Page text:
Notes from the field: Multiple cruise ship outbreaks of norovirus associated with frozen fruits and berries—United States, 2019, 24 April 2020
Morbidity and Mortality Weekly Report pg. 501-502
Jared R. Rispens, MD1,2; Amy Freeland, PhD2; Beth Wittry, MPH2; Adam Kramer, ScD2; Leslie Barclay, MPH3; Jan Vinjé, PhD3; Aimee Treffiletti, MPH2; Keisha Houston, DrPH2
Up-to-date estimates of the burden of norovirus, a leading cause of acute gastroenteritis (AGE) in the United States, are needed to assess the potential value of norovirus vaccines in development. We aimed to estimate the rates, annual counts, and healthcare charges of norovirus-associated ambulatory clinic encounters, Emergency Department (ED) visits, hospitalizations, and deaths in the United States.
We analyzed administrative data on AGE outcomes from July 1, 2001 through June 30, 2015. Data were sourced from IBM® MarketScan® Commercial and Medicare Supplemental Databases (ambulatory clinic and ED visits), the Healthcare Utilization Project National Inpatient Sample (NIS; hospitalizations), and the National Center for Health Statistics multiple-cause-of-mortality (MCM) data (deaths). Outcome data (ambulatory clinic and ED visits, hospitalizations, or deaths) were summarized by month, age group, and setting. Healthcare charges were estimated based on insurance claims. Monthly counts of cause-unspecified gastroenteritis-associated outcomes were modeled as functions of cause-specified outcomes, and model residuals were analyzed to estimate norovirus-associated outcomes. Healthcare charges were estimated by applying average charges per cause-unspecified gastroenteritis encounter to the estimated number of norovirus encounters.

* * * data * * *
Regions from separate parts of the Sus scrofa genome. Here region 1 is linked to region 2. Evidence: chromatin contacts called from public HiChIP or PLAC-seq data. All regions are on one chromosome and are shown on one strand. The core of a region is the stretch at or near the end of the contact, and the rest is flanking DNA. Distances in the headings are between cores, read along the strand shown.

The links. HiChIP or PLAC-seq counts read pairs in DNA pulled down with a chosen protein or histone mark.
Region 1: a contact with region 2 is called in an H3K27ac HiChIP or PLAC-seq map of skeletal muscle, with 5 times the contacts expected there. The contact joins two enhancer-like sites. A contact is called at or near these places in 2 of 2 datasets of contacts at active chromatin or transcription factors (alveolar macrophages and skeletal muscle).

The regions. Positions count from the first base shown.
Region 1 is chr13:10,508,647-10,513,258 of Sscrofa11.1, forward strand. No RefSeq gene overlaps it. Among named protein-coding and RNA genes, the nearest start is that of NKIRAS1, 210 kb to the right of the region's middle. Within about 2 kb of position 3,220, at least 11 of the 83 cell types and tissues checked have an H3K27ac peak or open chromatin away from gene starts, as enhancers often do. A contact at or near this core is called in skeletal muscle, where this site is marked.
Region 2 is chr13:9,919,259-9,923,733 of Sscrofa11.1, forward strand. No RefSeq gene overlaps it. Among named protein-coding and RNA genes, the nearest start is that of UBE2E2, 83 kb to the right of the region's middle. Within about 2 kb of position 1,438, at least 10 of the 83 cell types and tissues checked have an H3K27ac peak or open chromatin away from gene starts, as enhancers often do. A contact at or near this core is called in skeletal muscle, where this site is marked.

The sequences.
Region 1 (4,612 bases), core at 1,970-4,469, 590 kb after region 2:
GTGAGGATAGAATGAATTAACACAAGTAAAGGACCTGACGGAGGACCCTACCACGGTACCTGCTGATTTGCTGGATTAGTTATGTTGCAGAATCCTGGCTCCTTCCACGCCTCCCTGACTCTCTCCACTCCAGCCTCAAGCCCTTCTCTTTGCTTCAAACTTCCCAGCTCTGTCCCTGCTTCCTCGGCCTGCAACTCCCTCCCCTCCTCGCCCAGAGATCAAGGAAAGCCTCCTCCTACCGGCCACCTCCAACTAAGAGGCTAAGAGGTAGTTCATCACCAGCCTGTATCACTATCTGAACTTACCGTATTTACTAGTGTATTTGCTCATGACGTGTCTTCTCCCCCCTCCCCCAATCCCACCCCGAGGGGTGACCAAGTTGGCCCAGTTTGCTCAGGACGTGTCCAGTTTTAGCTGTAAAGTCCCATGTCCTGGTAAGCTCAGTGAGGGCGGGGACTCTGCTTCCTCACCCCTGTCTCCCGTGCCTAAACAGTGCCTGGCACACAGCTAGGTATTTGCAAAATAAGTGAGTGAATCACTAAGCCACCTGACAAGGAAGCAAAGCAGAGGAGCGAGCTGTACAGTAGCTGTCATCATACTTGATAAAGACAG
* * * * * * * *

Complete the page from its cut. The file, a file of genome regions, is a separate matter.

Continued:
We estimate 900 deaths (95% Confidence Interval [CI]: 650 – 1100), 110,000 hospitalizations (95%CI: 80,000 – 145,000), 470,000 ED visits (95% CI: 348,000 – 610,000), and 2.3 million ambulatory clinic encounters (95% CI: 1.7 – 2.9 million) annually due to norovirus, with an associated $430 – 740 million in healthcare charges.
Norovirus causes a substantial health burden in the United States each year, and an effective vaccine could have important public health impact.
The burden of norovirus in the United States, as estimated based on administrative data: Updates for medically attended illness and mortality, 2001-2015, 14 April 2020
Foodborne enteric viruses, in particular HuNoV and HAV, are the most common cause of the berry-linked viral diseases, and outbreaks around the world, and have become an important concern for health authorities. Despite the increased importance of berry fruits as a vehicle for foodborne viruses, there is limited information concerning the fate of foodborne viruses in the berry supply chain from farm to consumer.